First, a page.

Follow Techotopia on Twitter

On-line Guides
All Guides
eBook Store
iOS / Android
Linux for Beginners
Office Productivity
Linux Installation
Linux Security
Linux Utilities
Linux Virtualization
Linux Kernel
System/Network Admin
Scripting Languages
Development Tools
Web Development
GUI Toolkits/Desktop
Mail Systems
Eclipse Documentation

How To Guides
General System Admin
Linux Security
Linux Filesystems
Web Servers
Graphics & Desktop
PC Hardware
Problem Solutions




Ruby Programming
Previous Page Home Next Page

Inheritance and Visibility

There's one last wrinkle to class inheritance, and it's fairly obscure.

Within a class definition, you can change the visibility of a method in an ancestor class. For example, you can do something like:

class Base
  def aMethod
    puts "Got here"
  private :aMethod

class Derived1 < Base   public :aMethod end

class Derived2 < Base end

In this example, you would be able to invoke aMethod in instances of class Derived1, but not via instances of Base or Derived2.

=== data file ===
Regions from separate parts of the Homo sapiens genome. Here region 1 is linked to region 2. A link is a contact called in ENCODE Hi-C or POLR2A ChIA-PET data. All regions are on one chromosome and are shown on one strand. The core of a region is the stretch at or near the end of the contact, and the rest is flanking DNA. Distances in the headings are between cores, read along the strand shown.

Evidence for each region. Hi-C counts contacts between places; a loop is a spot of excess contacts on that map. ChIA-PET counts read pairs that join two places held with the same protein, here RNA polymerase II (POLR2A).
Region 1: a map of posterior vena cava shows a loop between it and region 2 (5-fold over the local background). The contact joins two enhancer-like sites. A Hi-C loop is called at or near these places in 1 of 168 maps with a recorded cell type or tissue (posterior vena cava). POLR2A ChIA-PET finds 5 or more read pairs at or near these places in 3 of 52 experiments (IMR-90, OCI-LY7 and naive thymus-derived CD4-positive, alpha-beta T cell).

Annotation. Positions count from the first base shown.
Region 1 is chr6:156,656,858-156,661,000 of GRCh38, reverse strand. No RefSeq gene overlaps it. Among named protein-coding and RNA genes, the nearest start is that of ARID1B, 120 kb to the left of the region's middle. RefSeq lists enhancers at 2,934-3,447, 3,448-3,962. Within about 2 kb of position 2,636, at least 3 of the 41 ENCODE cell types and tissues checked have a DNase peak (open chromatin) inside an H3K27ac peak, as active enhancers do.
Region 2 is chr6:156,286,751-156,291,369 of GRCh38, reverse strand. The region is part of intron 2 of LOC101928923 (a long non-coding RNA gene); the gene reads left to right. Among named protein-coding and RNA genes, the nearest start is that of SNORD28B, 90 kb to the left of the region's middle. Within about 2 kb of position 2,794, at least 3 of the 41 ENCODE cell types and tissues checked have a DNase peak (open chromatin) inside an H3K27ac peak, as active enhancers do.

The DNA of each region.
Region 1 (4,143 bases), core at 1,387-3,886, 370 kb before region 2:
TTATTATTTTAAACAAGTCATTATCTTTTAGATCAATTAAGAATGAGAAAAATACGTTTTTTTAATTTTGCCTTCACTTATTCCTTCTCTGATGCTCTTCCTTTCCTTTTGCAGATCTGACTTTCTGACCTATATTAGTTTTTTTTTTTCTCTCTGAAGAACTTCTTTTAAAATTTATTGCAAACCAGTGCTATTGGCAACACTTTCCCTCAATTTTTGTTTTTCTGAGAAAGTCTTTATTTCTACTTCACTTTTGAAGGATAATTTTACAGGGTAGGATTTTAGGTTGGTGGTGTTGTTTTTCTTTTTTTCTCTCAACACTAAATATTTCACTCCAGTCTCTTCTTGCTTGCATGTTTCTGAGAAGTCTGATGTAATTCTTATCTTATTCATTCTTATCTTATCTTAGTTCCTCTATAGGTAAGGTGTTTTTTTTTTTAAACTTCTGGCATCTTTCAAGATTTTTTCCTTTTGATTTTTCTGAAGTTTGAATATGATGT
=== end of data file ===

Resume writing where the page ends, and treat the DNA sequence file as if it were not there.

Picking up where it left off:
So how does Ruby pull off this feat of having one method with two different visibilities? Simply put, it cheats.

If a subclass changes the visibility of a method in a parent, Ruby effectively inserts a hidden proxy method in the subclass that invokes the original method using super. It then sets the visibility of that proxy to whatever you requested. This means that the code:

class Derived1 < Base
  public :aMethod

is effectively the same as:

class Derived1 < Base
  def aMethod(*args)
  public :aMethod

The call to super can access the parent's method regardless of its visibility, so the rewrite allows the subclass to override its parent's visibility rules. Pretty scary, eh?
Ruby Programming
Previous Page Home Next Page

  Published under the terms of the Open Publication License Design by Interspire